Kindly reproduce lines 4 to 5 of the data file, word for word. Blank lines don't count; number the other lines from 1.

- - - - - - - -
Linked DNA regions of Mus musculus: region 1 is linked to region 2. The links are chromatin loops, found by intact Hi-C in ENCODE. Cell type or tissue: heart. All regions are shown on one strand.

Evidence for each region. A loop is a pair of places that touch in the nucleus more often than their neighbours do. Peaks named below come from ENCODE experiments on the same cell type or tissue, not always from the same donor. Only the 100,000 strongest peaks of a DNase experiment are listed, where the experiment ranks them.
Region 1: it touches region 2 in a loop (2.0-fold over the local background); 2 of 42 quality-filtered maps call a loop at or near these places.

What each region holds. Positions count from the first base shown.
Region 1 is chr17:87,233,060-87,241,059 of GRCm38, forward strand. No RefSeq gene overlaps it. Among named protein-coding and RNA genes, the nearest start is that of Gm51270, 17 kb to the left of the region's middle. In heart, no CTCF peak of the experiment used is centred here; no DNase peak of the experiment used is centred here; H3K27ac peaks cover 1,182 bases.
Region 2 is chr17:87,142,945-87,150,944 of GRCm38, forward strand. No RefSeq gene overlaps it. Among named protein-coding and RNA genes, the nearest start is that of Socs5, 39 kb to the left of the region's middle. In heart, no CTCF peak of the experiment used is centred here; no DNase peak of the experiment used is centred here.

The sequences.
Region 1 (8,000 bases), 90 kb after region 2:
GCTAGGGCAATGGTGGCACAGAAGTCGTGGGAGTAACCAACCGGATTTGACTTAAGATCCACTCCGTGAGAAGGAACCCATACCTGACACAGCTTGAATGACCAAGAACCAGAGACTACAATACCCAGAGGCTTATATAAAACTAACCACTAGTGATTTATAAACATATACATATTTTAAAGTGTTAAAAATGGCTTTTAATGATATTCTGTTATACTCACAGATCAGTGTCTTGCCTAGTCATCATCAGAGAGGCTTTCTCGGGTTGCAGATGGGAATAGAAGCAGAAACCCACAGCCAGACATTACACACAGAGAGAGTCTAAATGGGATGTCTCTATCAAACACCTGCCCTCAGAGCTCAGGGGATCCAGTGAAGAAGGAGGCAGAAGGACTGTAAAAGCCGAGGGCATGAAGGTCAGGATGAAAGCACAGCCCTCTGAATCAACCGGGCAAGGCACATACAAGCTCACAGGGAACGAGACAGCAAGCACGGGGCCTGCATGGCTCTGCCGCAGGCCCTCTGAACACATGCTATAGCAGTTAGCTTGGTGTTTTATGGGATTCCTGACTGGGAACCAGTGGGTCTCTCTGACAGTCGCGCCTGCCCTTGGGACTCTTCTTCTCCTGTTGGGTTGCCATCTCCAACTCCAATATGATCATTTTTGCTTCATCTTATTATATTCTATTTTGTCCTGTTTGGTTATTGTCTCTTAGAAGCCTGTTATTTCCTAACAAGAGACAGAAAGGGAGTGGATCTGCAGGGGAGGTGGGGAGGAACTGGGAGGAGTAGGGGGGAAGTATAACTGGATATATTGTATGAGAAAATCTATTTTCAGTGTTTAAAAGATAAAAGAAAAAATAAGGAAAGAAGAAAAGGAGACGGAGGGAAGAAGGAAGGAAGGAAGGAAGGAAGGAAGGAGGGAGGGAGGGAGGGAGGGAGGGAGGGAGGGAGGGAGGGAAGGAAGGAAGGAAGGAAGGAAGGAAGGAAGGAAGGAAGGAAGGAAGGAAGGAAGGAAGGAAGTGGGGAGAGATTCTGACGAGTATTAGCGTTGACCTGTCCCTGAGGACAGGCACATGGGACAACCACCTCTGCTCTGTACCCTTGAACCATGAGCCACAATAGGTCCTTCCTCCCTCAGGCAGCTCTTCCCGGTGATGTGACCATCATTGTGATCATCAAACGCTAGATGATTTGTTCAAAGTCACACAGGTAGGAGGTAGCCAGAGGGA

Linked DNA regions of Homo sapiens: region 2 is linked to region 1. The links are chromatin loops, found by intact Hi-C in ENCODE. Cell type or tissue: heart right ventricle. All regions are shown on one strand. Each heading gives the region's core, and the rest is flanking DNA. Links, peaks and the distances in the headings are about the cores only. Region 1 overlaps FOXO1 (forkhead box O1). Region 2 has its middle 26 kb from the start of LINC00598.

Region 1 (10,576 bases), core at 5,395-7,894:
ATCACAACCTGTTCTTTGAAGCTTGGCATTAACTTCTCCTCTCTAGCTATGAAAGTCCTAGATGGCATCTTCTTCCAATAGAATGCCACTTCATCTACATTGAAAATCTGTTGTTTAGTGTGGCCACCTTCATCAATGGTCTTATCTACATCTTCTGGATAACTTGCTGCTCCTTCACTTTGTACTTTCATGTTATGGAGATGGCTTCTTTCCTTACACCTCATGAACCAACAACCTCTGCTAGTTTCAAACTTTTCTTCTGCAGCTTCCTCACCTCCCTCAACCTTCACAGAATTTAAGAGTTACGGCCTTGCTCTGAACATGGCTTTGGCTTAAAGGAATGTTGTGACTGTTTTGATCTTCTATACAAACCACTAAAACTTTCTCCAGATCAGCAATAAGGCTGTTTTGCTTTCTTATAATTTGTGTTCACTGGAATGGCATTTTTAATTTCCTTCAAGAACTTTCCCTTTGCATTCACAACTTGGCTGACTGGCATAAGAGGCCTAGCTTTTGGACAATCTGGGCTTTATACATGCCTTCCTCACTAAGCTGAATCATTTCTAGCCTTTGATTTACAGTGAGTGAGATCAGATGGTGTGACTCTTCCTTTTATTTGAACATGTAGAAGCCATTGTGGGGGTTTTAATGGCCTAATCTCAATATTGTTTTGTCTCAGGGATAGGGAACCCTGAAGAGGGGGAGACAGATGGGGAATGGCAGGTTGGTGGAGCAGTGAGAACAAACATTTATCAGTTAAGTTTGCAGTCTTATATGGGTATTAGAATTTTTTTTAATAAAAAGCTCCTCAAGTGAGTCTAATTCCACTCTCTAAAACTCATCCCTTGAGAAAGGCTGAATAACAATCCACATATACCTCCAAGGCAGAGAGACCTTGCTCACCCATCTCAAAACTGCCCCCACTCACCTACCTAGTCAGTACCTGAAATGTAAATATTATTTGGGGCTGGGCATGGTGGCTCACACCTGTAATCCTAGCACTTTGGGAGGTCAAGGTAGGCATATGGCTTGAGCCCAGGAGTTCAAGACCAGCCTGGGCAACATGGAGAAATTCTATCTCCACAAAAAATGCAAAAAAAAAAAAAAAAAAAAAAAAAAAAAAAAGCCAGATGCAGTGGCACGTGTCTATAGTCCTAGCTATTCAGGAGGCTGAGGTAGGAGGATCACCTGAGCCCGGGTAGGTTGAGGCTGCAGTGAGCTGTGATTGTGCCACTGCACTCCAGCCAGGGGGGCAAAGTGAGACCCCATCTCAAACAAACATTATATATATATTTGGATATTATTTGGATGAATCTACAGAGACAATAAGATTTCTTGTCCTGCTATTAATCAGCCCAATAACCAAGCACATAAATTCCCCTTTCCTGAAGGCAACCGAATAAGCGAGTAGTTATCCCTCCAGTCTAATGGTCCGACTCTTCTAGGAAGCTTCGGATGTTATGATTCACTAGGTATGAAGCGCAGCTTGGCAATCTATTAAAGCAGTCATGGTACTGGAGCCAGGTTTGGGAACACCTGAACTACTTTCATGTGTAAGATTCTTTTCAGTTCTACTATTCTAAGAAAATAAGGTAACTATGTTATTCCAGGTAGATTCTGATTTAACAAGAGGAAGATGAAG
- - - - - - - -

What each region holds. Positions count from the first base shown.
Region 1 is chr17:87,233,060-87,241,059 of GRCm38, forward strand. No RefSeq gene overlaps it. Among named protein-coding and RNA genes, the nearest start is that of Gm51270, 17 kb to the left of the region's middle. In heart, no CTCF peak of the experiment used is centred here; no DNase peak of the experiment used is centred here; H3K27ac peaks cover 1,182 bases.